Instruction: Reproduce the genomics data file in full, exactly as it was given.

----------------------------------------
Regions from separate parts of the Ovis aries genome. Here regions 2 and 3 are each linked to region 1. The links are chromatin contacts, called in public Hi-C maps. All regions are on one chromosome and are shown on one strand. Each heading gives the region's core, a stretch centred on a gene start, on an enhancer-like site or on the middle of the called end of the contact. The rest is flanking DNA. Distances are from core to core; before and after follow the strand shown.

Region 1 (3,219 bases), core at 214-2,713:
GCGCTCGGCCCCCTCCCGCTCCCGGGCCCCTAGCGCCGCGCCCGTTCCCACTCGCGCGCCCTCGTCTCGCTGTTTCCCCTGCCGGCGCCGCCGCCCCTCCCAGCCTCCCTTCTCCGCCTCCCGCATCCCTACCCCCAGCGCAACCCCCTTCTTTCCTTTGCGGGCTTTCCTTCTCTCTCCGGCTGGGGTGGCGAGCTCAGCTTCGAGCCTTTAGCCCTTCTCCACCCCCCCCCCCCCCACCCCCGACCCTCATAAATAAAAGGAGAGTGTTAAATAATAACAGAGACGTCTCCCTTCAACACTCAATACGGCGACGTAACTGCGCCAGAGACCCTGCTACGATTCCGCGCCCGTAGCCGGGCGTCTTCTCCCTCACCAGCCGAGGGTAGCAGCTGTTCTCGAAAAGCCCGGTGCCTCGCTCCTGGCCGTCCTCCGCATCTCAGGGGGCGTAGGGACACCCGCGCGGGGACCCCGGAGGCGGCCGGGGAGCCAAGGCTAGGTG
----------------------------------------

Regions from separate parts of the Ovis aries genome. Here regions 2 and 3 are each linked to region 1. The links are chromatin contacts, called in public Hi-C maps. All regions are on one chromosome and are shown on one strand. Each heading gives the region's core, a stretch centred on a gene start, on an enhancer-like site or on the middle of the called end of the contact. The rest is flanking DNA. Distances are from core to core; before and after follow the strand shown.

Region 1 (3,219 bases), core at 214-2,713:
GCGCTCGGCCCCCTCCCGCTCCCGGGCCCCTAGCGCCGCGCCCGTTCCCACTCGCGCGCCCTCGTCTCGCTGTTTCCCCTGCCGGCGCCGCCGCCCCTCCCAGCCTCCCTTCTCCGCCTCCCGCATCCCTACCCCCAGCGCAACCCCCTTCTTTCCTTTGCGGGCTTTCCTTCTCTCTCCGGCTGGGGTGGCGAGCTCAGCTTCGAGCCTTTAGCCCTTCTCCACCCCCCCCCCCCCCACCCCCGACCCTCATAAATAAAAGGAGAGTGTTAAATAATAACAGAGACGTCTCCCTTCAACACTCAATACGGCGACGTAACTGCGCCAGAGACCCTGCTACGATTCCGCGCCCGTAGCCGGGCGTCTTCTCCCTCACCAGCCGAGGGTAGCAGCTGTTCTCGAAAAGCCCGGTGCCTCGCTCCTGGCCGTCCTCCGCATCTCAGGGGGCGTAGGGACACCCGCGCGGGGACCCCGGAGGCGGCCGGGGAGCCAAGGCTAGGTG